Apple expressed a preference in the past too. It was an early adopter of HEIC, HEIC is supported natively on apple devices since macOS 10.13 High Sierra and iOS 11, to conserve device storage space apparently. However, it was not added to Safari.

It does seem daft that video-derived formats are preferred over image formats for images on the web. WebP also emerged from a video format, VP8. The improved image formats proposed in the past have barely made it to the web: JPEG 2000, and JPEG XR. The biggest stumbling block around JPEG 2000 was that it was percieved to be patent emcumbered.

I don’t know all of the merits and demerits of the formats, and if the best format did succeed, and is succeeding now. It appears to me that there is a dichotomy in usage - photographers want great quality images and fast processing, whereas the web wants optimum compression and animated images. Its like they are rival gangs who don’t want to cross paths. I am a reluctant member of both gangs!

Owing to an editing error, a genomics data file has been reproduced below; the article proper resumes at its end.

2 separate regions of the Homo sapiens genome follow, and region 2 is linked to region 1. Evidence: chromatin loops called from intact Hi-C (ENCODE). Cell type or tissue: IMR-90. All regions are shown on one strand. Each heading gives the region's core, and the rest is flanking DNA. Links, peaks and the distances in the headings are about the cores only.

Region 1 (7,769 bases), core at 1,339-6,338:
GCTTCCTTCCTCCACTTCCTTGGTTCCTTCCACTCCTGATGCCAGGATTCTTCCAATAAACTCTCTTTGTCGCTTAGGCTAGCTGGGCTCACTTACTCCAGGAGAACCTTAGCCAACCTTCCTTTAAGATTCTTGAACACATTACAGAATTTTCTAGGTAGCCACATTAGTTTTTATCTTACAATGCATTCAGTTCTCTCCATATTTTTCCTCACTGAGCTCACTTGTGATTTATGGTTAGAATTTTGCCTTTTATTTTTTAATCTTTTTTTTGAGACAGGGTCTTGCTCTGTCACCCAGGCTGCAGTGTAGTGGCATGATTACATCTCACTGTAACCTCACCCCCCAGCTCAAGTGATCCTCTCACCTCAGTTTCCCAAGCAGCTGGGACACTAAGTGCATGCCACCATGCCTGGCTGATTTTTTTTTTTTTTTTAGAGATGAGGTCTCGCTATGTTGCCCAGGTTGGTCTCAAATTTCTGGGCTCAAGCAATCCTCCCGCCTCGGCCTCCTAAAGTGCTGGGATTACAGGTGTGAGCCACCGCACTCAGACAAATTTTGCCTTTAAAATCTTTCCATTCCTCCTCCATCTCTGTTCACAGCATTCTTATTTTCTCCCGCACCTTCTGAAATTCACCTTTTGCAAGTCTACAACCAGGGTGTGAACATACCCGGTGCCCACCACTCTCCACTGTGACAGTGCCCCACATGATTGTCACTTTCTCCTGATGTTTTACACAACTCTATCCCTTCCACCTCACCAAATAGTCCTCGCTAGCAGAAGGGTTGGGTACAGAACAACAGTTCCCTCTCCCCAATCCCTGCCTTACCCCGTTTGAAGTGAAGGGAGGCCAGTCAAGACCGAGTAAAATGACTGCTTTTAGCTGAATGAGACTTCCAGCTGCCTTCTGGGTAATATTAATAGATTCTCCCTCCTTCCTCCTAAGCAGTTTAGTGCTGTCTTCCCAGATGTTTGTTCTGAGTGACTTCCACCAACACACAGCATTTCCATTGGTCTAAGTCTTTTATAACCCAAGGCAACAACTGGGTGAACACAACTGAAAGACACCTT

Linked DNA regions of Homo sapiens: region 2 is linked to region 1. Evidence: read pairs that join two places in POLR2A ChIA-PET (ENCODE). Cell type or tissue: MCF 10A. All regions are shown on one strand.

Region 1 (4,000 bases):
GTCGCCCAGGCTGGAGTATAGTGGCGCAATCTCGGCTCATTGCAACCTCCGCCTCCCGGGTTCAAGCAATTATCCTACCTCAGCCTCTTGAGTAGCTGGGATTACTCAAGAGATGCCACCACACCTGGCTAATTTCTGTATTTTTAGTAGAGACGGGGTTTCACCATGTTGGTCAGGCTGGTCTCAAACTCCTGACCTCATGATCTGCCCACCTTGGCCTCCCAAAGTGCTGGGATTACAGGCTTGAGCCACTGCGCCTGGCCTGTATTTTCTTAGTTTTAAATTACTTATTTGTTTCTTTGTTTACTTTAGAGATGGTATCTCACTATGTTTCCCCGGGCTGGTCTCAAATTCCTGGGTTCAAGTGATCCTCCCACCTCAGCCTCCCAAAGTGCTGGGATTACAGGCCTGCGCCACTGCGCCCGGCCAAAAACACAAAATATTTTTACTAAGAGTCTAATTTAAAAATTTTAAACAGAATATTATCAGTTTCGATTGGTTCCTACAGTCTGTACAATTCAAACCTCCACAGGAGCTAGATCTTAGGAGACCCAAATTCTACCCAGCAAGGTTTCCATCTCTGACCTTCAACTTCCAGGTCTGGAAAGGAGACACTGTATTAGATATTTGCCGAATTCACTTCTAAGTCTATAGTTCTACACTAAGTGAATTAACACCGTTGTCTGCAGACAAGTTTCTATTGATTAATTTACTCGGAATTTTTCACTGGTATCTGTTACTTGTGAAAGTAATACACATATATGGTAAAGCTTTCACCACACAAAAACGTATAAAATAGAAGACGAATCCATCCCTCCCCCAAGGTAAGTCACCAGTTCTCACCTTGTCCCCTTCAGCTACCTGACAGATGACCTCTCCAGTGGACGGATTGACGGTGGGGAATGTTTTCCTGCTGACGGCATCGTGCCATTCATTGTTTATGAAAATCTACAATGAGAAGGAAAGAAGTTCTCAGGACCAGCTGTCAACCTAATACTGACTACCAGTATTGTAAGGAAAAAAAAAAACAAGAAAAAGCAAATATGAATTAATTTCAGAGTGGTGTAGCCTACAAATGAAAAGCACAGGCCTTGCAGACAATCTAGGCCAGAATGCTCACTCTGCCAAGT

The dream of an universal format

I just wonder, in 2023, why can’t I take a photo on my camera in a format that has good compression and is supported by web browsers? I could upload a photo to the internet and have it be shown on a webpage without transcoding.

Captain Planet can’t be happy with all that transcoding guzzling watts here, there, and everywhere!

title card of captain planet and the planeteers cartoon
"Say No to transcoding, kids"

Or is saving bytes better? 😖

It seemed to me that WebP succeeded because it delivered the feature of existing formats such as transparency and animation, along with superior compression. The narrative was about performance ultimately - give me the same as before but with smaller files.

As Web developers, it was not a big deal in theory. We could consider a new image format as a progressive enhancement. We can use the picture element, add a source for a WebP version of the image, and a source for a JPEG or PNG of the same image. If the browser does not support WebP, it will fallback to the other format. Easy. IPSO FACTO.